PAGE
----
Yes Virginia, Developers Really *Can* Test


I’ve been coding for something like twenty years, but I’ve only really been testing that code for about ten.  Oh, sure, I would bang on my apps in ways I thought were similar to what my users would do, and I stepped through my code and stuff like that, but I didn’t really know what I was doing.

I knew that something was wrong, though.  Making the same mistakes and fixing the same bugs time after time tend to help a person come to that conclusion.  <g/>  Code Complete and Writing Solid Code and Testing Computer Software were like bolts of lightning directed straight at my brain.  My code got better and my users got happier.  I still didn’t really know what I was doing, but at least I *knew* that now!

Then I discovered unit testing.  Talk about your life-changing events!  Now I could write consistent, repeatable tests that were easy to run.  Once again, my code got better and my users got happier.  That combined with a whole lot more reading meant I was starting to actually know what I was doing.

Fast forward to now.  One of my primary responsibilities is helping my team move along this same path in rather a shorter amount of time than I took to travel it on my own.  I’m happy to say everyone is making great progress — which is a good thing, since we have a bloody lot of code to write!  Our automation stack (and its unit tests!) makes for a good chunk of code, but it doesn’t end there.  We have all those test cases to write, too.  Some of our pairwise test cases are turning out to be quite complex; certain of them are more complicated than some of the production code we’re testing, I think!  One of us estimated recently that we’re writing twice as much code as Dev is; I don’t think that statement is far off.

We have so much still to do, in fact, that Dev is pitching in for several weeks.  How cool is that?!?  We have pretty good communication between Dev and Test, but it’s not as good as it could be, and having them working on our tests can’t help but make that communication better. 

Our developers write integration tests for the code they write using our automation stack, but this few weeks are immersing them in our world much further than they’ve gone previously.  They are actually spending entire days doing nothing but writing test cases.  Not application code.  Test cases.  And they’re starting to understand why we do all the strange and weird things we do!  Just this morning I overheard one developer talking to another about verification:  “I just cleaned up a whole bunch of problems that Test has been complaining about for awhile.  I never understood why they cared — they were minor issues that didn’t have any visible effect.  But when you have to verify all this data in all these test cases, and you can’t just hard-code in ‘expected’ deviations like these, those minor issues become major issues!  I guess I knew this before, but I hadn’t really internalized it until now.”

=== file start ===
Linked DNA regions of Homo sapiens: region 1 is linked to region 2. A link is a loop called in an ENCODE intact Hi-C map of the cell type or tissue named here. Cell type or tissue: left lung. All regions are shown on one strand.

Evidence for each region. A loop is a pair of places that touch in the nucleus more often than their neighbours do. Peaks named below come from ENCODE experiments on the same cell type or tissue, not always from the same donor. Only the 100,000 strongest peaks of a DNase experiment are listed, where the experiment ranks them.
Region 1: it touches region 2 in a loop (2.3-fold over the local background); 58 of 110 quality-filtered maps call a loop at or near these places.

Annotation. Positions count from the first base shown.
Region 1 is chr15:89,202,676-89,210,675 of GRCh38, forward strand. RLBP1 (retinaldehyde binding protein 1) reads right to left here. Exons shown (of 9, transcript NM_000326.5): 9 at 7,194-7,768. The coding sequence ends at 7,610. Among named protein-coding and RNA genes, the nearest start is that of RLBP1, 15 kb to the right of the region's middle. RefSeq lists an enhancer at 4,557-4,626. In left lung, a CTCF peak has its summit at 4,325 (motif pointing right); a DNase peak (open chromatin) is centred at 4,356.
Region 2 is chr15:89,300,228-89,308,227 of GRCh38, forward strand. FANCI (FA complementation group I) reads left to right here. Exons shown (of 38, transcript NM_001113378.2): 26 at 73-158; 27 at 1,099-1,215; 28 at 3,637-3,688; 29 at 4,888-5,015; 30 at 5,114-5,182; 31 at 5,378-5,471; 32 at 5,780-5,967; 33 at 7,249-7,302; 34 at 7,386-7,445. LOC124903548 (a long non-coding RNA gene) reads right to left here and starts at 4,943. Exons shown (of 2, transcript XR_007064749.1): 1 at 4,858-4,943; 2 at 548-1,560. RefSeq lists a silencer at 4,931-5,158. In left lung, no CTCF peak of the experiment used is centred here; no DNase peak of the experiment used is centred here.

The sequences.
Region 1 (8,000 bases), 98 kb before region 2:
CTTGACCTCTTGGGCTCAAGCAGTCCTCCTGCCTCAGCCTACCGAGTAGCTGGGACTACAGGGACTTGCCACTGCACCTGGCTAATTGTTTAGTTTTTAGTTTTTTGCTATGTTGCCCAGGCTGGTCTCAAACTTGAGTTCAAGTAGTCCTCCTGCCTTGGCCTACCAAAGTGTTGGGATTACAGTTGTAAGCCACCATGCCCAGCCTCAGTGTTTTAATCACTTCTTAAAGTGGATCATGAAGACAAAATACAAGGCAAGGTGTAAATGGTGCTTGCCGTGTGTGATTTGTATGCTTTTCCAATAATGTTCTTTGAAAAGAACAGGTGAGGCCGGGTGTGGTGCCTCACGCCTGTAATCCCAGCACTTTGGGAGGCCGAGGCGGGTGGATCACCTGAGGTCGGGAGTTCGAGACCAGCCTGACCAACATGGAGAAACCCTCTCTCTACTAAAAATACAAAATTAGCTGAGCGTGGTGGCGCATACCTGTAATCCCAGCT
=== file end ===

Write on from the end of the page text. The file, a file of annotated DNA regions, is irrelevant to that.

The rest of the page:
Oh.  My.  Gosh.  Developers starting to get testing!  They’re doing a great job, too!  Which just proves my long-held theory that developers can be trained.  <g/>


*** Comments, questions, feedback?  Can you test?  Want a fun job on a great team?  Send two coding samples and an explanation of why you chose them, and of course your resume, to me at michhu at microsoft dot com.  I need a tester and my team needs a data binding developer (i.e., a developer that wants to play with databinding), program managers, and a product manager.   Great coding skills required for all positions.

Comments (4)

  1. With this large amount of complex test code, what’s the error rate like in your tests? Do you keep any metrics for the number of bugs found in tests versus the number of bugs found in the actual application? I wonder how good the developer written tests are going to be compared to the tester written tests.

  2. B says:

    The only concern that arises based on what you have written is, shouldn’t these unit tests already be written?

    Testing should only have to be doing GUI/presentation and acceptance type testing.

  3. The Braidy Tester says:

    Nicholas:

    We keep the error rate in our tests *due to bugs in the tests themselves* very low by doing all the work in helper methods that we unit test the daylights out of. We haven’t kept hard metrics about bugs in our test cases versus bugs found in the application, but we don’t turn a test on until it passes 100% except for known application bugs so only application bugs should be found after that.

    The tests our developers are writing for us should be no different than what we would have written, for several reasons: 1) We code review before they check in, so if they skimp we call them on it; 2) We’ve pretty well laid out the tests they’re helping on, so for the most part they just have to implement; 3) They’ve quickly realized how much they don’t know and so are quick to call us in for brain dumps whenever they’re at all unsure about what they’re supposed to do or how they’re supposed to go about it.

  4. The Braidy Tester says:

    B:

    Dev is required to write unit tests before checkin in, and for the most part they have been doing this. The tests they’re helping us write aren’t unit tests by any means but rather are typical tester tests.

    I completely agree (as do my devs and in fact my entire team) that developers should write whatever tests are necessary to ensure their code is correct before checking in. That includes unit tests but may include integration and UI tests as well. However, I’ve found that developers generally don’t go as deep as testers do. This is partly due to lack of training — they just don’t know what to care about.

    The tests our developers are helping us write are actual tester-type tests. That’s what’s so cool! Rather than going on ahead and writing more code they’re helping us test the code they wrote!